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Institute for Integrated Catalysis

Catalyst Developer's 9-Week Fellowship at National Lab is a Win-Win

Johnson Matthey's Hai-Ying Chen takes opportunity to work at PNNL's IIC

Catalyst developer
Johnson Matthey catalyst developer Hai-Ying Chen shows results from a spectroscopy study of the SCR reaction mechanism to Reuben Sarkar, Deputy Assistant Secretary for Transportation, DOE Office of Energy Efficiency and Renewable Energy, during Sarkar's visit to PNNL July 15. Chen was a visiting scientist at PNNL during the summer of 2014.

Hai-Ying Chen is a scientific and product development manager at Johnson Matthey, a world leader in catalyst technology. At the company's Emission Control Technologies Division in Wayne, Pennsylvania, he is responsible for developing advanced emission control catalysts that enable automotive vehicles to meet government emission regulations.

But this summer, instead of his typical work schedule, interspersed with family vacations and activities, Hai-Ying went west–across the country to Richland, Washington, to work as a visiting scientist in the Institute for Integrated Catalysis (IIC) at Pacific Northwest National Laboratory (PNNL).

This wasn't his first time at PNNL, although his position as an "alternate sponsored fellow" was a first between Johnson Matthey and the national lab. In 2003, Johnson Matthey, diesel engine manufacturer Cummins Inc., and PNNL began a project on NOx emission control using NOx storage and reduction (NSR) catalysts–also known as lean-NOx traps or NOx absorber materials. The goal was to understand the modes of deactivation thereby providing ways to improve the catalysts' stability and performance.

This project was done through a cooperative research and development agreement (CRADA), which is a contractual agreement between a federal lab and one or more partners from businesses or universities. All of the partners agree to collaborate, share costs, and pool the results of the project.

According to Chuck Peden, associate director of the IIC, "In the CRADA, Johnson Matthey was willing to trust us with some sensitive proprietary information. This was absolutely crucial to our ability to perform practical relevant research on the NSR catalyst's stability. We hope we've continued to justify their trust while at the same time identifying important publishable results to aid the R&D community from our Department of Energy (DOE) -funded work."

The first phase of the CRADA was highly successful. The joint effort facilitated implementation of the NSR technology on vehicles, meeting U.S. Environmental Protection Agency 2010 emission regulations 3 years ahead of time. The CRADA was renewed in 2010, and in the second phase, the research focus shifted from the NSR technology to Selective Catalytic Reduction systems, or SCR technology.

Figuring out a fellowship

Hai-Ying and Chuck began discussing the possibility of setting up the alternate sponsored fellow position in late 2013 because of their common interest in understanding the formation mechanisms of one of the undesirable products from the SCR process, the greenhouse gas nitrous oxide (N2O). In particular, recent research at Johnson Matthey and PNNL had shown that some catalysts produced much more of this environmentally harmful gas than others, for reasons as yet unknown. And Hai-Ying had additional motivation.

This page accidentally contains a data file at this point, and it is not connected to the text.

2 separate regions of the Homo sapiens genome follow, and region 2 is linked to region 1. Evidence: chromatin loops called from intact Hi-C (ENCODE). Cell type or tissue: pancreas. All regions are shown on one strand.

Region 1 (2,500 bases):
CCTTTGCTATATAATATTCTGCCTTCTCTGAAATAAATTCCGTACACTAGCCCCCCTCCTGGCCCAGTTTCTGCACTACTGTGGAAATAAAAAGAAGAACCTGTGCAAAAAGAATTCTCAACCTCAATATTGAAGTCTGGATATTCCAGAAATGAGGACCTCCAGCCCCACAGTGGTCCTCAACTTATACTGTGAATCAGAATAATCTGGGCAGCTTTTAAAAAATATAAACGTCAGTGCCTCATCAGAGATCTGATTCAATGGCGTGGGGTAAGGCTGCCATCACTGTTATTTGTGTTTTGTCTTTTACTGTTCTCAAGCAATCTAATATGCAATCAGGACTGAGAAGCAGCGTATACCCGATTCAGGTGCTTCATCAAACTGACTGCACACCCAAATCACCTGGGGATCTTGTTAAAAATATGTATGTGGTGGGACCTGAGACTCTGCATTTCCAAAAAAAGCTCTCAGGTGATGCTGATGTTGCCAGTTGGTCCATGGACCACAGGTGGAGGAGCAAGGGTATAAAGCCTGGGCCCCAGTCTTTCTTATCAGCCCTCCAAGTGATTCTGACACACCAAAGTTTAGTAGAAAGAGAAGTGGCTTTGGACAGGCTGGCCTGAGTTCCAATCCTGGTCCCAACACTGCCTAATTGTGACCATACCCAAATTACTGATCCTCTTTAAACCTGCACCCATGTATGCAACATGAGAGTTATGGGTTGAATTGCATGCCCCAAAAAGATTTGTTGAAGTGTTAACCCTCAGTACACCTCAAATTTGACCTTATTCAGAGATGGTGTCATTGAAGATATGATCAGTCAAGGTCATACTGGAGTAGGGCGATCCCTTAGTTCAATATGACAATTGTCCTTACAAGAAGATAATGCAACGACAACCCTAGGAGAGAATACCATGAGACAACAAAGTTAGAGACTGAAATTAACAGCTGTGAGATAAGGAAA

"The combination of scientific expertise and state-of-the-art instrumentation at EMSL was extremely appealing," he said. "Chuck Peden and his group are among the leaders in this particular field, with an excellent publication record." EMSL is a Department of Energy Office of Science User Facility located at PNNL, sponsored by the Office of Biological and Environmental Research.

What Hai-Ying doesn't mention is his own excellent reputation, having won an ACS Award for Team Innovation in 2009, the Chicago Catalysis Club's 2014 Herman Pines Award for advancement of environment catalysis and technology, and the 2014 Catalysis Club of Philadelphia Award. He also has 15 patents and more than 50 publications.

Both Johnson Matthey and PNNL management were extremely supportive of the idea, and his term at the lab began on June 30 and ended August 29.

"This is a great example of how PNNL and industry are working together bringing fundamental, DOE-funded scientific tools and capabilities to the table to solve the challenging issues that face clean energy," said Jud Virden, Associate Laboratory Director for Energy and Environment at PNNL.

Hai-Ying added, "It's a major step for a private industrial company to closely collaborate with a national lab in such a competitive field, where proprietary information is the norm. I am very lucky to have the opportunity to carry out the study at PNNL."

During his 9-week assignment at the IIC, Hai-Ying used Fourier transform infrared (FTIR) spectroscopy to study SCR model catalysts that resemble the commercial copper-exchanged small-pore zeolite catalysts. The goal is to understand why the current commercial catalysts produces less N2O than the previous generation of copper-exchanged medium- or large-pore zeolite catalysts, and use this understanding to improve future materials.

The results of his work have been gratifying.

"We have achieved more than we originally anticipated by identifying characteristics in the FTIR data that clearly distinguish the new small-pore zeolite catalysts from the prior generation materials. These new results will directly allow us to propose a rationale for the observed differences in N2O formation. We would like to continue this working relationship, and the N2O selectivity project, as well," said Hai-Ying.

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